Materials and methods

Samples collection

In total, 60 samples were collected in six locations, including HaiPhong (HP), Thai Binh (TB), Nam Dinh (ND), ThanhHoa (TH), NgheAn (NA) and Ha Tinh (HT) with 10 samples per province (Table 1) (Figure 1). The name Asiatic hard clam is called according to the local community (with the Latin name is Meretrix meretrix). Based on morphological characteristics, collected samples were preliminarily identified as belonging to the M. meretrix. They are large clams with thick shell covered by thin, delicate, straw-coloured or grey periostracum, and a greyish-blue or bluish-brown band on its postero-dorsal margin. The length is greater than the height. The muscle tissue 1-2g/sample was cut and preserved in 96% alcohol at 4°C.

Geographic populations

Sample location

(longitude and latitude)



(abbreviation used)



HaiPhong (20°51′59″N, 106°40′57″E)

August, 2017


Thai Binh (20°32′20″N, 106°23′40″E)

August, 2017


Nam Dinh (20°25′13″N, 106°10′05″E)

September, 2017


ThanhHoa (20°08′28″N, 105°18′34″E)

June, 2017


NgheAn (19°10′35″N, 104°58′38″E)

May, 2017


Ha Tinh (18°20′28″N, 105°54′26″E)

June, 2017

Table 1 Collection details for Asiatic hard clam samples

Figure 1 Map showing sample locations.

DNA extraction, PCR amplification and sequencing

Total DNA of 60 clam samples was extracted according to the alcohol precipitation method [10]. DNA quality was checked by 0.8% agarose gel electrophoresis and the absorbance at 260nm was measured using Nanodrop and cuvette spectrophotometer (NanoDrop™ 2000C) to determine DNA concentration.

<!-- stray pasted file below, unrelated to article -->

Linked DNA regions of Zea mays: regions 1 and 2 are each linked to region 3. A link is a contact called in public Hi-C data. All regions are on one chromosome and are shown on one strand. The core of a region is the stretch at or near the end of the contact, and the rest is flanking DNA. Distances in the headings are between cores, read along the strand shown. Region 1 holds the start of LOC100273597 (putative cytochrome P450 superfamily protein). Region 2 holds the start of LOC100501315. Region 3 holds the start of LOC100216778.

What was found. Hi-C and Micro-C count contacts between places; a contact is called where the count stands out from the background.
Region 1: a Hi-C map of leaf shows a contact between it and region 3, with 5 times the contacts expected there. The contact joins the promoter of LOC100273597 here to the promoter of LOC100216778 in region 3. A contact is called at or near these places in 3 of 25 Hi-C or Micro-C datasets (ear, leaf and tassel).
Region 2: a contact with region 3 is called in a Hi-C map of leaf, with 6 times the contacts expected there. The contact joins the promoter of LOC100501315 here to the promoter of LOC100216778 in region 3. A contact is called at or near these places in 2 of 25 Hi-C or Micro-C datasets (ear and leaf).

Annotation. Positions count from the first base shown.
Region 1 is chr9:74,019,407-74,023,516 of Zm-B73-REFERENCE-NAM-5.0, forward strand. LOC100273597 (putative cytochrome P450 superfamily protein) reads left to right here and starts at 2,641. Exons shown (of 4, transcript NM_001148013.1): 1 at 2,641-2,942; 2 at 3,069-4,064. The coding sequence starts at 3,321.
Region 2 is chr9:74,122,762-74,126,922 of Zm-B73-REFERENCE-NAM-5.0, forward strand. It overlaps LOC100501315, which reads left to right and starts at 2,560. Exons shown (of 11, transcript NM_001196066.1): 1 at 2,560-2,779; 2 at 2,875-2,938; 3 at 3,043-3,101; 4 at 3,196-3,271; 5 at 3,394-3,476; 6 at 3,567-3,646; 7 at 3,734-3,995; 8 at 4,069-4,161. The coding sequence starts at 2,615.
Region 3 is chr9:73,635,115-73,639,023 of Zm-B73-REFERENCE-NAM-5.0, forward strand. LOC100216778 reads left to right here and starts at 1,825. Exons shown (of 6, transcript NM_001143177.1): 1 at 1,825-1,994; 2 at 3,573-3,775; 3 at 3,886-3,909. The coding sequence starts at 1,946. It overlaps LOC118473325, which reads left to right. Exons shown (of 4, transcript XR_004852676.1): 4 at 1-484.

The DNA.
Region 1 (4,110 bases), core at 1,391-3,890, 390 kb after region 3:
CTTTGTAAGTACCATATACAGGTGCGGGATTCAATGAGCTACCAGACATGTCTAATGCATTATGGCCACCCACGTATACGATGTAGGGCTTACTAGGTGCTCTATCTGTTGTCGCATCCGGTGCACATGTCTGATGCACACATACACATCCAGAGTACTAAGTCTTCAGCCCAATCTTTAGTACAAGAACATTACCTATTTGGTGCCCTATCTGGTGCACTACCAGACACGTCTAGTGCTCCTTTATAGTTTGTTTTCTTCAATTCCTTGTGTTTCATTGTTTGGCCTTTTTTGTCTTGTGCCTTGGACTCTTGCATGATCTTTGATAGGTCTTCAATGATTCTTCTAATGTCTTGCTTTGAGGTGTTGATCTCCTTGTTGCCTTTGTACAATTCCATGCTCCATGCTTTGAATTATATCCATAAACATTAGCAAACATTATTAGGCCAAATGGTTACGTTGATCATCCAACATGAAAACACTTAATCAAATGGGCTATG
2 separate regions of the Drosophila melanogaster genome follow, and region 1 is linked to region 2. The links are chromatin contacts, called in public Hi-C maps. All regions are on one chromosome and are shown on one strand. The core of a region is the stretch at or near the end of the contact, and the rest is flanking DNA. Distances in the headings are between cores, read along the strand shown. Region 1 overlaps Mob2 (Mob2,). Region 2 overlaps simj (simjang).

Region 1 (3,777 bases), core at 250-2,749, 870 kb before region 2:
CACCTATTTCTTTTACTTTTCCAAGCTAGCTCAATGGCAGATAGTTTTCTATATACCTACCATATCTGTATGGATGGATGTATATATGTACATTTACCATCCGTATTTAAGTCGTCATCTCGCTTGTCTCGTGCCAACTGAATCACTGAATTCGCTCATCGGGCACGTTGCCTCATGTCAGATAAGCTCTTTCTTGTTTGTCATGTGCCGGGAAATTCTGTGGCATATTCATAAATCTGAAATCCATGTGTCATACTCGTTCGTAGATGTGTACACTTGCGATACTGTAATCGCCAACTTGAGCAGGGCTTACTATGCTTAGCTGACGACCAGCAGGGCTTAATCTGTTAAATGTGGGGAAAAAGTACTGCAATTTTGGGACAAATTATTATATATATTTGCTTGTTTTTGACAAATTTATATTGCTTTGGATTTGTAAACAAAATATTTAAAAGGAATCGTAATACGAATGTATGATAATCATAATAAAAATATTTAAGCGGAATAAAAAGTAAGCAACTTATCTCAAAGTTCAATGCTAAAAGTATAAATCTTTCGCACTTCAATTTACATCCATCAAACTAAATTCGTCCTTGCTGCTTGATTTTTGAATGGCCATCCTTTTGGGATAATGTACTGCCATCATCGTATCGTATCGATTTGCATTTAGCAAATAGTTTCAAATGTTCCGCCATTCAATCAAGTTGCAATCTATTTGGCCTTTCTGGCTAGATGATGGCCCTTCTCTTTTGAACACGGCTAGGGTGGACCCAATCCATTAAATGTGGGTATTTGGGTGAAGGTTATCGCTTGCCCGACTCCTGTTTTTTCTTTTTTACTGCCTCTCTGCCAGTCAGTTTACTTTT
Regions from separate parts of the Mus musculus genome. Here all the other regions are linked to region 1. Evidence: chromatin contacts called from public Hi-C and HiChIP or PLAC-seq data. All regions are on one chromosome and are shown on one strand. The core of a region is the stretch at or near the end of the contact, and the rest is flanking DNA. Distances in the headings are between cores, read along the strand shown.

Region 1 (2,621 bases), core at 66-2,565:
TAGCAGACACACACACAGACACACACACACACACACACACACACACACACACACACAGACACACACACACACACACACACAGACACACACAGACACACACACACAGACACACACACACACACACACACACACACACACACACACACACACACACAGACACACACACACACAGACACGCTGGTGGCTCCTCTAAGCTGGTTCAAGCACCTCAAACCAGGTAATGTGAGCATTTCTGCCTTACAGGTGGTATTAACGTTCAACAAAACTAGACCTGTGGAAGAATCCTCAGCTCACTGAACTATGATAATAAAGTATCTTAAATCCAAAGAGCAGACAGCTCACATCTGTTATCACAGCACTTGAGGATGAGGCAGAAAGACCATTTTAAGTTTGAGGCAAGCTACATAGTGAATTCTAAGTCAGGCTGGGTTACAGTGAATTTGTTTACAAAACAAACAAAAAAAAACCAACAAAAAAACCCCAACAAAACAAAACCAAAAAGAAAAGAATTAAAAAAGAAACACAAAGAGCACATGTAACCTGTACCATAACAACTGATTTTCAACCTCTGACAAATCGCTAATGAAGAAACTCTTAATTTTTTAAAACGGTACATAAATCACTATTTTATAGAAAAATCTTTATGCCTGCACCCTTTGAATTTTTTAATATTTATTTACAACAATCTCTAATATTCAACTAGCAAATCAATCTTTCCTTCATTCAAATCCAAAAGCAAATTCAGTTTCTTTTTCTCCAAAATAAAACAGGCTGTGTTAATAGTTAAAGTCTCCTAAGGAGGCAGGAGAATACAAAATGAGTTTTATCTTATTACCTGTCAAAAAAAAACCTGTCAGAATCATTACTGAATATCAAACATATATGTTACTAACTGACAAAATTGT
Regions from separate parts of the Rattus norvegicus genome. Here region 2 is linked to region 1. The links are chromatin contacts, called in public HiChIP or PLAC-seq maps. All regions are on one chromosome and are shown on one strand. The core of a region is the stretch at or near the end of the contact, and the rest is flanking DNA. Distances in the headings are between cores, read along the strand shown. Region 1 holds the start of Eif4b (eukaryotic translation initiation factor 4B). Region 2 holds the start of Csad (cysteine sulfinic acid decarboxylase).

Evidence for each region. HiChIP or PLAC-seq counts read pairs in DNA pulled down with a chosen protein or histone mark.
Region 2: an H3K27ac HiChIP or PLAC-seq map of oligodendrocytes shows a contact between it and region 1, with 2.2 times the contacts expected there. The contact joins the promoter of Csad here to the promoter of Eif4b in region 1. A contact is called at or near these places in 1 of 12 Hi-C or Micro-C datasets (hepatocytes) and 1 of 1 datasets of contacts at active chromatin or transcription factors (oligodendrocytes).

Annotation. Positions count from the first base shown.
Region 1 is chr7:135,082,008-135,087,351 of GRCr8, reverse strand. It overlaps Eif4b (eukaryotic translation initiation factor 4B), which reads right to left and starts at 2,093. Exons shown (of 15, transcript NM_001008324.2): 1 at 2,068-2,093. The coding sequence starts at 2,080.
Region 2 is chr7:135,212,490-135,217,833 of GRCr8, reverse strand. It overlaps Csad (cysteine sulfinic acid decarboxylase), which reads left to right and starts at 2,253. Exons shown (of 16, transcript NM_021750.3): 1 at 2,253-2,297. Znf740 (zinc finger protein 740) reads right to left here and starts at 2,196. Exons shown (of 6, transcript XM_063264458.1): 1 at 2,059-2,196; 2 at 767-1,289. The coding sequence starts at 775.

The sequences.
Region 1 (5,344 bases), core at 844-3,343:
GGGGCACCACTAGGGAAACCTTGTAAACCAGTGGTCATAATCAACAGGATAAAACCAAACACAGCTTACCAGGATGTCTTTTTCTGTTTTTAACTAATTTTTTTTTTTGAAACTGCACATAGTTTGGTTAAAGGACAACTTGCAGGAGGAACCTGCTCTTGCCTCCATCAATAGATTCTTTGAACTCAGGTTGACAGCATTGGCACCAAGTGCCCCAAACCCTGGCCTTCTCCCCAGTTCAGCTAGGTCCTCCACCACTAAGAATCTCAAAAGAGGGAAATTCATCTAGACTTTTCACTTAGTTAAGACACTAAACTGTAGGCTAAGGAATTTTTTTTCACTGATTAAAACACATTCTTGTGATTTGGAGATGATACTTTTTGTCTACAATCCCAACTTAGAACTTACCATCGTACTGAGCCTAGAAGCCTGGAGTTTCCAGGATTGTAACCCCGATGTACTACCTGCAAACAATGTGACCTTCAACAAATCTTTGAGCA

The fragments of COI gene of 60 samples were amplified by PCR reaction with primers according to Folmer et al.8 The primer sequence is as follows: Fw – 5’GGTCAACAAATCATAAAGATATTGG3’ and Rw – 5’TAAACTTCAGGGTGACCAAAAAATCA3’. PCR was carried out in a 37μl volume containing 1U/μlTaq DNA polymerase, 100ng/μl template DNA, 10μM each primer (1μl), 5mM (0.5μl) of each dNTPs, 100mM TrisHCl (pH 8.3), 25mM MgCl2 (2.5μl), 500mM KCl (pH 8.3). The PCR was employed with initial denaturation of 2 min at 94oC followed by 30 cycles of denaturation for 30s at 94oC, annealing at 45oC for 45s and an extension of 72oC for 50s. After the completion of 30 cycles, a final extension step of 10 min at 72oC was performed. The PCR product was then kept at 4oC until removed from the machine. The amplified product was tested in 1.5% agarose gel and visualized using the Uvitec system. The appropriate PCR products then were purified and sequenced.

Data analysis